Sign up FAST! Login

Spreadable Beer Is a Real Thing ... And It’s Delicious

Stashed in: Beer!, Etsy, Italy, Nutella!

To save this post, select a stash from drop-down menu or type in a new one:

Beer jelly is exactly what it sounds like.

Instead of starting with fruit juice or pulp, you boil beer with the requisite sugar and pectin, stick it in a jar, and let it set. When everything cools down, you’ve got a loose jelly that tastes a lot like the original beer but with a little more body and none of the alcohol. (Sad, if more socially acceptable, I know.)

People are selling it on Etsy?!

A quick search on Etsy will turn up countless people making beer jelly at home and selling it to fellow members of the cross-stitch set, but since both alcohol and preserving are involved, I’m sticking to the professionally made stuff. For that, Vermont’s Potlicker Kitchen is leading the commercial-kitchen charge here in the States. (In Italy there’s Birra Spalmabile, a strange, spreadable chocolatey paste that’s as if Nutella had a wild night with a Peroni. But that’s another story.) 

I decided to try three of Potlicker’s jellies—IPA, oatmeal stout, and apricot ale—along with “beer butter” from Brooklyn’s Anarchy in a Jar for good measure. (Not butter butter, but apple butter-based.) 

Resist the urge to pair each jelly with the beer it’s made from, though; that would just be boring.

I gotta try this.

If you love the taste of beer but can’t afford to spend your day wasted, you’ll be pleased to know an Italian company has invented a non-alcoholic spread that is 40% beer. It’s called Birra Spalmabile (or spreadable beer) and although it’s been in production since 2012, it just hit international markets through online retailer Firebox.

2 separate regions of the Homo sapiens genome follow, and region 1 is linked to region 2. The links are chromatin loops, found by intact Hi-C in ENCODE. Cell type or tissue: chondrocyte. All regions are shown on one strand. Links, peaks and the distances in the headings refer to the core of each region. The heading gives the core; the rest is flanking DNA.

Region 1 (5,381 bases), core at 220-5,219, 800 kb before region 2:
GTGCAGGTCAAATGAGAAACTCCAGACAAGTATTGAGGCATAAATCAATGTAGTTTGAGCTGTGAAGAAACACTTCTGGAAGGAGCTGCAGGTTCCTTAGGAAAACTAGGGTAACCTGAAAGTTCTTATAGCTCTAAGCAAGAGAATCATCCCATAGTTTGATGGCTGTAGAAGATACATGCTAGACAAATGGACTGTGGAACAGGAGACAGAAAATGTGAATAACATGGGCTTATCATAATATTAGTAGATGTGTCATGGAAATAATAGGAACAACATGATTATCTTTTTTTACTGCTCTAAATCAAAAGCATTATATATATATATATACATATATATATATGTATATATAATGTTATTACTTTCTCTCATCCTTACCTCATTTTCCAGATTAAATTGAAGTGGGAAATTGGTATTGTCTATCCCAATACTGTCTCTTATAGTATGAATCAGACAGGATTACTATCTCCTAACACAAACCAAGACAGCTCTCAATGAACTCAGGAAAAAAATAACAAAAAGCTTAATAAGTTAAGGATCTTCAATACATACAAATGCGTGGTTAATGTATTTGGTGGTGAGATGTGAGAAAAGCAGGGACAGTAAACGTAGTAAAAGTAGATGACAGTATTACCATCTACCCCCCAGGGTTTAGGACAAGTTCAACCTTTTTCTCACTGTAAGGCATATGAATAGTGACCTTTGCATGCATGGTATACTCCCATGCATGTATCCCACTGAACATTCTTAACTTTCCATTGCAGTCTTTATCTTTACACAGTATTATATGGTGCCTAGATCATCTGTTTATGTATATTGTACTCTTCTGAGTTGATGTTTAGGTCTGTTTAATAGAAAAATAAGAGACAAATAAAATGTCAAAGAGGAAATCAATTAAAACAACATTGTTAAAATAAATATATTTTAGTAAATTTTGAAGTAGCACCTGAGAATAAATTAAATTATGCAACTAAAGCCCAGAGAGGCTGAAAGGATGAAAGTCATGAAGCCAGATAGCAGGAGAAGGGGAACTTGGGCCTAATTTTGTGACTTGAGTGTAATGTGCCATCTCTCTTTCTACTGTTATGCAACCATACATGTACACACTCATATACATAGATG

The condiment is the result of a collaboration between Alta Quota brewery and Napoleone chocolate company, and is being marketed as a hop-flavored accompaniment for cheese (nice knowing you, quince jam) or a topping for toast. Check out the 2013 Bloomberg News video above for more recipe suggestions including crepes and tarts.

Photo: Firebox

All photos: Firebox

According to Firebox’s product description, spreadable beer has a “sticky yet smooth texture and an irresistible hoppy scent.” The single (positive) online review gives a similar account, saying it tastes weirdly like beer “but with a soft, gooey texture” and that “it’s like nothing else you’ve ever eaten,” which is true, but we’re willing to try.

Is that... Beer Nutella?!

I would think that the problem with beer jelly is that it's not tart enough. I had a coworker once who owned a small home vineyard, and she would make INCREDIBLE jellies from her wine grapes. The amazing thing to me is what a great way it was to learn the difference between the varietals: cabernet, merlot, and zinfandel all tasted very different. But they were all much tarter than beer.

Yeah, I think of beer notes as bitter not tart.

While searching for jelly info I found the inverse:  Jelly-flavored beer!

PS. I'm jelly of your wine jelly connection.  :)

Yeah, there is really nothing better than homemade kitchen plunder!

You May Also Like: